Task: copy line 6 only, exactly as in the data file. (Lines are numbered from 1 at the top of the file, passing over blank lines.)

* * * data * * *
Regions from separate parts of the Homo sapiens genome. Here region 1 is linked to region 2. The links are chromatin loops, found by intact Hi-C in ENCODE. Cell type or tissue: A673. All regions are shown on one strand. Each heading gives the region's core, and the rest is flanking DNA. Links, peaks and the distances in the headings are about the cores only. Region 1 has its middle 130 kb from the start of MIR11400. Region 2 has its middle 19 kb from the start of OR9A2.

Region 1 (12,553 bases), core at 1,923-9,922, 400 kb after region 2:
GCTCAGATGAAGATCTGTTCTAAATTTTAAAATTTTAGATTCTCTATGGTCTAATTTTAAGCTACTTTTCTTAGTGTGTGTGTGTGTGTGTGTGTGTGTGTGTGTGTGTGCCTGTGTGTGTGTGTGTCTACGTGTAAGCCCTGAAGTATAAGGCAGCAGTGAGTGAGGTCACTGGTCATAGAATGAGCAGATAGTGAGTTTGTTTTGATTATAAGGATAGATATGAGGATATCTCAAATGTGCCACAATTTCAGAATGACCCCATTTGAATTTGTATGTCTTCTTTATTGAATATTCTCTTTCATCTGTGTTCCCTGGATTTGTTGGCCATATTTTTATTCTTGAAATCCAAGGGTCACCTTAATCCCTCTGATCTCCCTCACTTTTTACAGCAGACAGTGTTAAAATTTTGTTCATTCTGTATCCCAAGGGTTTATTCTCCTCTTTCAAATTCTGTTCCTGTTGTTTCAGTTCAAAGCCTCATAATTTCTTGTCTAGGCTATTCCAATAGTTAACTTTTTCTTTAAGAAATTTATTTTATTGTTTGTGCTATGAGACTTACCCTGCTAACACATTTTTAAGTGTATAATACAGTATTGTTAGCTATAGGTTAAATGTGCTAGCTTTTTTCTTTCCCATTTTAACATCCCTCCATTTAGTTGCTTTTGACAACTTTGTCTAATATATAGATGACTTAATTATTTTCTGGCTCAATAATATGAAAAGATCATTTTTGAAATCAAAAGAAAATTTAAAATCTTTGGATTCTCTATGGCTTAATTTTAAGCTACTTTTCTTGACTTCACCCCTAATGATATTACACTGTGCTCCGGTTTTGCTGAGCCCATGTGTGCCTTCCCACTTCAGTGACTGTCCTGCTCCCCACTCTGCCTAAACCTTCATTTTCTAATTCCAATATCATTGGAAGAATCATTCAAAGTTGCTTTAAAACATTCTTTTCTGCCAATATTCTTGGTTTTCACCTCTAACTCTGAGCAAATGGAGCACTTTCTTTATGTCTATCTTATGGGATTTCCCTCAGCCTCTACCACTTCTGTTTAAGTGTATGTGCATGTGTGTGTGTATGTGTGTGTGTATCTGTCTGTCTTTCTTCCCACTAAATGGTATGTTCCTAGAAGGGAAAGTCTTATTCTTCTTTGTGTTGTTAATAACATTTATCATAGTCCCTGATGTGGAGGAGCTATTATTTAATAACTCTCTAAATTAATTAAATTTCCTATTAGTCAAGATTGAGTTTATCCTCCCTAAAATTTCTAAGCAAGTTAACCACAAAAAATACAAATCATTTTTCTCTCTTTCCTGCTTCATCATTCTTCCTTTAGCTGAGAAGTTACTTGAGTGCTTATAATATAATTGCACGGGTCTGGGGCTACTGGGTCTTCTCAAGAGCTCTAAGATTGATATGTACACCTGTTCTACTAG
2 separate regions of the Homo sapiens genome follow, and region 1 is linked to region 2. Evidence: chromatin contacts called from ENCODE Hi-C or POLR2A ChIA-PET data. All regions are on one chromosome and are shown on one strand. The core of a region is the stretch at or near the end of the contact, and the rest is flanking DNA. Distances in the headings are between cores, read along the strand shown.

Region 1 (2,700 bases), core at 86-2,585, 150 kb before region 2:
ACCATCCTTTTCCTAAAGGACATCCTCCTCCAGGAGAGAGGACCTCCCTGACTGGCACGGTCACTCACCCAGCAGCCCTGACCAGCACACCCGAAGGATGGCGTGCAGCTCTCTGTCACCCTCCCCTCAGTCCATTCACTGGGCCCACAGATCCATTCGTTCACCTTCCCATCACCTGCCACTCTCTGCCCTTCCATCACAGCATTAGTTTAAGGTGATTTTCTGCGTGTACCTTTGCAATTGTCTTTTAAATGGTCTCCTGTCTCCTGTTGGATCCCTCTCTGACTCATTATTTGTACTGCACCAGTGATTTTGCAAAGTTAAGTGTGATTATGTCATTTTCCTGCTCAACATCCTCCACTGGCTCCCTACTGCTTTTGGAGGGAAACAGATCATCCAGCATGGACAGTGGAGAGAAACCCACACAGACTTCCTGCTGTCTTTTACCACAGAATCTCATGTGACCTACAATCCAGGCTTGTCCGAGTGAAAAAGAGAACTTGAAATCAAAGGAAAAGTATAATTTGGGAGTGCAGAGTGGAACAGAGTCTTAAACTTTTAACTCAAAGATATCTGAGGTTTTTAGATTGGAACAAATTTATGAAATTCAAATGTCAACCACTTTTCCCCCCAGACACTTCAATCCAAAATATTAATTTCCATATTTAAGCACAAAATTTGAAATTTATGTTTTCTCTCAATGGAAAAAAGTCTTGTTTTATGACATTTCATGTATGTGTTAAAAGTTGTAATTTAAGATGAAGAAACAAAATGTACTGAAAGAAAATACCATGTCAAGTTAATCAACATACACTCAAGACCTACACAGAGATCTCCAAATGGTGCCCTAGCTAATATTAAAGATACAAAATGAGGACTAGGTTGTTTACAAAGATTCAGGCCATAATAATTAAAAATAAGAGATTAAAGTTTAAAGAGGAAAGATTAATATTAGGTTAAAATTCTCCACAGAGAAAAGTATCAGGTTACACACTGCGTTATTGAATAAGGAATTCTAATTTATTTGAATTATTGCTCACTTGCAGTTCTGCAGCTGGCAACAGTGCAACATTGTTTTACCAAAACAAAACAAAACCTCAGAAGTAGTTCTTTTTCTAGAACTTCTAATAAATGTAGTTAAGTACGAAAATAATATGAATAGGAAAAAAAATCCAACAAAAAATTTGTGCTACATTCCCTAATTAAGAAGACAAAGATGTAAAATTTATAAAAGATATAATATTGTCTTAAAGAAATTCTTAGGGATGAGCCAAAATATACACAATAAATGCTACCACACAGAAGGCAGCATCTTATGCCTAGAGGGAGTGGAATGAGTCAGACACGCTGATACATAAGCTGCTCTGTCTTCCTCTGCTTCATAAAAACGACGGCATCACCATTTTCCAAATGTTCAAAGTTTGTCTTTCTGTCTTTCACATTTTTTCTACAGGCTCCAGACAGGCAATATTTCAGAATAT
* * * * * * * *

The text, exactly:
ACCATCCTTTTCCTAAAGGACATCCTCCTCCAGGAGAGAGGACCTCCCTGACTGGCACGGTCACTCACCCAGCAGCCCTGACCAGCACACCCGAAGGATGGCGTGCAGCTCTCTGTCACCCTCCCCTCAGTCCATTCACTGGGCCCACAGATCCATTCGTTCACCTTCCCATCACCTGCCACTCTCTGCCCTTCCATCACAGCATTAGTTTAAGGTGATTTTCTGCGTGTACCTTTGCAATTGTCTTTTAAATGGTCTCCTGTCTCCTGTTGGATCCCTCTCTGACTCATTATTTGTACTGCACCAGTGATTTTGCAAAGTTAAGTGTGATTATGTCATTTTCCTGCTCAACATCCTCCACTGGCTCCCTACTGCTTTTGGAGGGAAACAGATCATCCAGCATGGACAGTGGAGAGAAACCCACACAGACTTCCTGCTGTCTTTTACCACAGAATCTCATGTGACCTACAATCCAGGCTTGTCCGAGTGAAAAAGAGAACTTGAAATCAAAGGAAAAGTATAATTTGGGAGTGCAGAGTGGAACAGAGTCTTAAACTTTTAACTCAAAGATATCTGAGGTTTTTAGATTGGAACAAATTTATGAAATTCAAATGTCAACCACTTTTCCCCCCAGACACTTCAATCCAAAATATTAATTTCCATATTTAAGCACAAAATTTGAAATTTATGTTTTCTCTCAATGGAAAAAAGTCTTGTTTTATGACATTTCATGTATGTGTTAAAAGTTGTAATTTAAGATGAAGAAACAAAATGTACTGAAAGAAAATACCATGTCAAGTTAATCAACATACACTCAAGACCTACACAGAGATCTCCAAATGGTGCCCTAGCTAATATTAAAGATACAAAATGAGGACTAGGTTGTTTACAAAGATTCAGGCCATAATAATTAAAAATAAGAGATTAAAGTTTAAAGAGGAAAGATTAATATTAGGTTAAAATTCTCCACAGAGAAAAGTATCAGGTTACACACTGCGTTATTGAATAAGGAATTCTAATTTATTTGAATTATTGCTCACTTGCAGTTCTGCAGCTGGCAACAGTGCAACATTGTTTTACCAAAACAAAACAAAACCTCAGAAGTAGTTCTTTTTCTAGAACTTCTAATAAATGTAGTTAAGTACGAAAATAATATGAATAGGAAAAAAAATCCAACAAAAAATTTGTGCTACATTCCCTAATTAAGAAGACAAAGATGTAAAATTTATAAAAGATATAATATTGTCTTAAAGAAATTCTTAGGGATGAGCCAAAATATACACAATAAATGCTACCACACAGAAGGCAGCATCTTATGCCTAGAGGGAGTGGAATGAGTCAGACACGCTGATACATAAGCTGCTCTGTCTTCCTCTGCTTCATAAAAACGACGGCATCACCATTTTCCAAATGTTCAAAGTTTGTCTTTCTGTCTTTCACATTTTTTCTACAGGCTCCAGACAGGCAATATTTCAGAATAT